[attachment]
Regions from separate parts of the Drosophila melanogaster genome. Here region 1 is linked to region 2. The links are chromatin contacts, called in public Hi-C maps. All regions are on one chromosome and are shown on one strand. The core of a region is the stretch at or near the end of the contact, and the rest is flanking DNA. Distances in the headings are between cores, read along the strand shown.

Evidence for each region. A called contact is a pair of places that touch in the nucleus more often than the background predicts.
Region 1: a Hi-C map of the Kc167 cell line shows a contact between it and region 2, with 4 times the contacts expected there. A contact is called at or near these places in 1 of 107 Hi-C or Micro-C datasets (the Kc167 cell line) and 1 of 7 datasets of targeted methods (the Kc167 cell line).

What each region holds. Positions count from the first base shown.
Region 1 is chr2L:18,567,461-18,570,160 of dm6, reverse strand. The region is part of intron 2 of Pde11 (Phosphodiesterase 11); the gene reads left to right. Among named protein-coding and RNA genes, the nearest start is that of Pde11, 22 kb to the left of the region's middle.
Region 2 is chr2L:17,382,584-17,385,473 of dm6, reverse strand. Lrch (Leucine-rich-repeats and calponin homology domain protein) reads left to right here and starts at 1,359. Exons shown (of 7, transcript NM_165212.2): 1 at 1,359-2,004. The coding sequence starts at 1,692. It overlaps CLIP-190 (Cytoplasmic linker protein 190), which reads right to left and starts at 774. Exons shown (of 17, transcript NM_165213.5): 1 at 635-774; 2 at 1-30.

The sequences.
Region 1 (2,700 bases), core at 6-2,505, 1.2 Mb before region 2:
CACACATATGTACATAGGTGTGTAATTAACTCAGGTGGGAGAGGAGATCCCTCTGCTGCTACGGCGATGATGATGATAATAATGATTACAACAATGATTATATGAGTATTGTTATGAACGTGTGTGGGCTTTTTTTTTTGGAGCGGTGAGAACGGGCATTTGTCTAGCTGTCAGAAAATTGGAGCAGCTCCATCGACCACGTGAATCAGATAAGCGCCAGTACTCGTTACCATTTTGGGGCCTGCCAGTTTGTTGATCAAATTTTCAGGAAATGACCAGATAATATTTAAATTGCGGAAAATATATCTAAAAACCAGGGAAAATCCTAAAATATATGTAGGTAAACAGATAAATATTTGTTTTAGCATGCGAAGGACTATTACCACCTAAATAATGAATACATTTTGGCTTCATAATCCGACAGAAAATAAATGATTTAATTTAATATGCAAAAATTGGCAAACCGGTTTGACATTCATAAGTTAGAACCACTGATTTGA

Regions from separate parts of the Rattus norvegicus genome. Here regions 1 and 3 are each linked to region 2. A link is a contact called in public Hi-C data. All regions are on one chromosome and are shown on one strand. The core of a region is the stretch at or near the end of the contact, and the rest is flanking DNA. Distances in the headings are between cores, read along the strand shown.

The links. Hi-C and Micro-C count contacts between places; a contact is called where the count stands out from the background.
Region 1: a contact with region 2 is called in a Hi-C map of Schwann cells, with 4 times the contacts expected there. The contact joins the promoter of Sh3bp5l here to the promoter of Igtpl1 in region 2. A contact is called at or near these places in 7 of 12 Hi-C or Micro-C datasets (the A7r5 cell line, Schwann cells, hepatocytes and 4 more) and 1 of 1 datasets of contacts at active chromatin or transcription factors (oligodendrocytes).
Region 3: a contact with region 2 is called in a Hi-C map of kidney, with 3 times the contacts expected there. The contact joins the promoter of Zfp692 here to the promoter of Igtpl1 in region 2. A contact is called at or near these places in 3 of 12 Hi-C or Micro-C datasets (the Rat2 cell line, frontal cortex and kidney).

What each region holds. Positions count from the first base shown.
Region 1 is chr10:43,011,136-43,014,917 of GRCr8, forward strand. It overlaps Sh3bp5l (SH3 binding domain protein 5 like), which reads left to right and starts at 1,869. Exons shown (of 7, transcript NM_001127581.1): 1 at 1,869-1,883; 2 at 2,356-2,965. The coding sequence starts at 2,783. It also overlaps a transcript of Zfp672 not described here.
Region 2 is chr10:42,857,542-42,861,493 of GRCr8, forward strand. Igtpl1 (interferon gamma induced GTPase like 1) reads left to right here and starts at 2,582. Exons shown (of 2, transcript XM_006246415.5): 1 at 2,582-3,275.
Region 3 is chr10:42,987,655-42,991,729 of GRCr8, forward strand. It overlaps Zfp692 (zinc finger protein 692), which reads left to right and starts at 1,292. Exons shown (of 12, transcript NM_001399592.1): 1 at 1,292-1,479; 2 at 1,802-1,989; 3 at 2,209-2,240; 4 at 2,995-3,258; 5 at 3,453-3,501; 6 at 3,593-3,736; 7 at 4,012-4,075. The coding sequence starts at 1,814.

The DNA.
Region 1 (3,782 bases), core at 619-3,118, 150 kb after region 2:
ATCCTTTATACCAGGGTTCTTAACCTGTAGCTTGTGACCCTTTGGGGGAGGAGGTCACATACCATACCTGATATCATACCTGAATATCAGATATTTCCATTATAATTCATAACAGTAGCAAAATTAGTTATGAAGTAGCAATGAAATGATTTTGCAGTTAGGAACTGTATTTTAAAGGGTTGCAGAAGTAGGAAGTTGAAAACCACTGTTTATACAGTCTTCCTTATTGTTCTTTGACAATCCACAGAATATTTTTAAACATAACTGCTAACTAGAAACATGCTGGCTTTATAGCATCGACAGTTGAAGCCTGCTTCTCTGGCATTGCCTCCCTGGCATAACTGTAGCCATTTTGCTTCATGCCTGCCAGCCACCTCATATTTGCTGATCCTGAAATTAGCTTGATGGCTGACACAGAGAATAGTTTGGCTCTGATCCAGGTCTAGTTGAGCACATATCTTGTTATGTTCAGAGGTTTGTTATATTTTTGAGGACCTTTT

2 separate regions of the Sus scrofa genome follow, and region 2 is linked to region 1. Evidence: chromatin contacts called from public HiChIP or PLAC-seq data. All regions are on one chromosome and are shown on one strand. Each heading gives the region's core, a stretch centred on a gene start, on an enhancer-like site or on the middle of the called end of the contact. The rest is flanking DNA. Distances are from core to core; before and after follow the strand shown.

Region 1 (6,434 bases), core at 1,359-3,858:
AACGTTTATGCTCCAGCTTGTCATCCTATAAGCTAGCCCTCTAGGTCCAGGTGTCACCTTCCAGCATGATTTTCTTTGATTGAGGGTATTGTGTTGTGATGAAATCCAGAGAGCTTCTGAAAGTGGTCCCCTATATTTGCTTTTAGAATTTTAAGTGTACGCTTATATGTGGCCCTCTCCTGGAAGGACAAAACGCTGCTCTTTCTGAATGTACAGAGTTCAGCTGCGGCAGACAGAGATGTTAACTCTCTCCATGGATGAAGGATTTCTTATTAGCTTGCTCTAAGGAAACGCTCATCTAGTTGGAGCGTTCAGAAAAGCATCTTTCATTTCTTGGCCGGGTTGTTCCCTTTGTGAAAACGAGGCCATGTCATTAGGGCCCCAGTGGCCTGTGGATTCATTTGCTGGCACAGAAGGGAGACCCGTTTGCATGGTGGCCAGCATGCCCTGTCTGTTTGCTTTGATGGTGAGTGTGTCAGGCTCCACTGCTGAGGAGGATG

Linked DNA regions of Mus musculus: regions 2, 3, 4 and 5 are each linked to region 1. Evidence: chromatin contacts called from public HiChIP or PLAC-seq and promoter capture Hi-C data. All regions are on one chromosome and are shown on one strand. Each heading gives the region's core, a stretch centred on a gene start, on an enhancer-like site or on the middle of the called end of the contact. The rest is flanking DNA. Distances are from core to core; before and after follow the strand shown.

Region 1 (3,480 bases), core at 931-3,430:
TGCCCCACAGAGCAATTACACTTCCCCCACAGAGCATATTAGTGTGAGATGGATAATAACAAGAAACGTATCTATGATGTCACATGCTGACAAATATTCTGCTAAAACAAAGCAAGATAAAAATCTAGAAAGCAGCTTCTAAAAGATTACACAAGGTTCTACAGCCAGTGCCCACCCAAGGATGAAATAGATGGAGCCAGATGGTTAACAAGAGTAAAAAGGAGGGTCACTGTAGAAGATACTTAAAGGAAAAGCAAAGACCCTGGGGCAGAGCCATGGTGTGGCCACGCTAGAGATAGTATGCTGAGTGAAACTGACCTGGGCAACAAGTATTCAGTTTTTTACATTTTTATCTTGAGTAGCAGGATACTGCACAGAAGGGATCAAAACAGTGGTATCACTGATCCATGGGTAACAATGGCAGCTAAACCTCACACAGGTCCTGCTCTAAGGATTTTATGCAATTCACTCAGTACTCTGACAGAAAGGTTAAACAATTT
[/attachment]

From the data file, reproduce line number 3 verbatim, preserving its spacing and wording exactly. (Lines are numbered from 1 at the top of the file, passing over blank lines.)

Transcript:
Region 1: a Hi-C map of the Kc167 cell line shows a contact between it and region 2, with 4 times the contacts expected there. A contact is called at or near these places in 1 of 107 Hi-C or Micro-C datasets (the Kc167 cell line) and 1 of 7 datasets of targeted methods (the Kc167 cell line).